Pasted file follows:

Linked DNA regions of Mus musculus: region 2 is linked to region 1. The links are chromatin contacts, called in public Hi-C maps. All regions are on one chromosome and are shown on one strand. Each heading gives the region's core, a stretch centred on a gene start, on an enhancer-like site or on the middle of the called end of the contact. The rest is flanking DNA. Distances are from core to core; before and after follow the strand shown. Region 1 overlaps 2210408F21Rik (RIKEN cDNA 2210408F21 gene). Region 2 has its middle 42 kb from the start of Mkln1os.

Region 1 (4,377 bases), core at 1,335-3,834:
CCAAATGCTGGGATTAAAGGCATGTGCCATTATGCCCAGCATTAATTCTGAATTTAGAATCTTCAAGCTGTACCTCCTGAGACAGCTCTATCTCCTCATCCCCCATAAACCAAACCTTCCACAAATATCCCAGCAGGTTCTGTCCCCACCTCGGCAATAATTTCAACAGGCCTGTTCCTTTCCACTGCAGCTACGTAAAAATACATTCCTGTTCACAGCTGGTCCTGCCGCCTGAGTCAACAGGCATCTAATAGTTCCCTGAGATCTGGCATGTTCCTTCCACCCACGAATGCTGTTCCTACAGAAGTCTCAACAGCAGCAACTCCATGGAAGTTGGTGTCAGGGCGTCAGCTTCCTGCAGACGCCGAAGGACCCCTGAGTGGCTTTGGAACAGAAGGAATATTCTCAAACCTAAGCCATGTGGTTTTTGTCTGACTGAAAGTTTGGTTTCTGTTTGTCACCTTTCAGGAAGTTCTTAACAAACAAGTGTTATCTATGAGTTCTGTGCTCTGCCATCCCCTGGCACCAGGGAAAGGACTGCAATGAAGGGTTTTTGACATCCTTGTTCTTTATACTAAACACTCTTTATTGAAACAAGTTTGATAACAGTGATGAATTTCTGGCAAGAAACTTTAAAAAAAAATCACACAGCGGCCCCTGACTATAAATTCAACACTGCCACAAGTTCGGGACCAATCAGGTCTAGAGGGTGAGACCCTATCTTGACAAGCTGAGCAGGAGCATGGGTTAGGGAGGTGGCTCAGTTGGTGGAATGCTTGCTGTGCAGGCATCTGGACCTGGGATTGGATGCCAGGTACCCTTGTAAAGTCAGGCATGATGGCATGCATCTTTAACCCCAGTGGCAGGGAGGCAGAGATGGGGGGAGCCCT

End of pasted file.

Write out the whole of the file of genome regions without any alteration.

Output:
Linked DNA regions of Mus musculus: region 2 is linked to region 1. The links are chromatin contacts, called in public Hi-C maps. All regions are on one chromosome and are shown on one strand. Each heading gives the region's core, a stretch centred on a gene start, on an enhancer-like site or on the middle of the called end of the contact. The rest is flanking DNA. Distances are from core to core; before and after follow the strand shown. Region 1 overlaps 2210408F21Rik (RIKEN cDNA 2210408F21 gene). Region 2 has its middle 42 kb from the start of Mkln1os.

Region 1 (4,377 bases), core at 1,335-3,834:
CCAAATGCTGGGATTAAAGGCATGTGCCATTATGCCCAGCATTAATTCTGAATTTAGAATCTTCAAGCTGTACCTCCTGAGACAGCTCTATCTCCTCATCCCCCATAAACCAAACCTTCCACAAATATCCCAGCAGGTTCTGTCCCCACCTCGGCAATAATTTCAACAGGCCTGTTCCTTTCCACTGCAGCTACGTAAAAATACATTCCTGTTCACAGCTGGTCCTGCCGCCTGAGTCAACAGGCATCTAATAGTTCCCTGAGATCTGGCATGTTCCTTCCACCCACGAATGCTGTTCCTACAGAAGTCTCAACAGCAGCAACTCCATGGAAGTTGGTGTCAGGGCGTCAGCTTCCTGCAGACGCCGAAGGACCCCTGAGTGGCTTTGGAACAGAAGGAATATTCTCAAACCTAAGCCATGTGGTTTTTGTCTGACTGAAAGTTTGGTTTCTGTTTGTCACCTTTCAGGAAGTTCTTAACAAACAAGTGTTATCTATGAGTTCTGTGCTCTGCCATCCCCTGGCACCAGGGAAAGGACTGCAATGAAGGGTTTTTGACATCCTTGTTCTTTATACTAAACACTCTTTATTGAAACAAGTTTGATAACAGTGATGAATTTCTGGCAAGAAACTTTAAAAAAAAATCACACAGCGGCCCCTGACTATAAATTCAACACTGCCACAAGTTCGGGACCAATCAGGTCTAGAGGGTGAGACCCTATCTTGACAAGCTGAGCAGGAGCATGGGTTAGGGAGGTGGCTCAGTTGGTGGAATGCTTGCTGTGCAGGCATCTGGACCTGGGATTGGATGCCAGGTACCCTTGTAAAGTCAGGCATGATGGCATGCATCTTTAACCCCAGTGGCAGGGAGGCAGAGATGGGGGGAGCCCT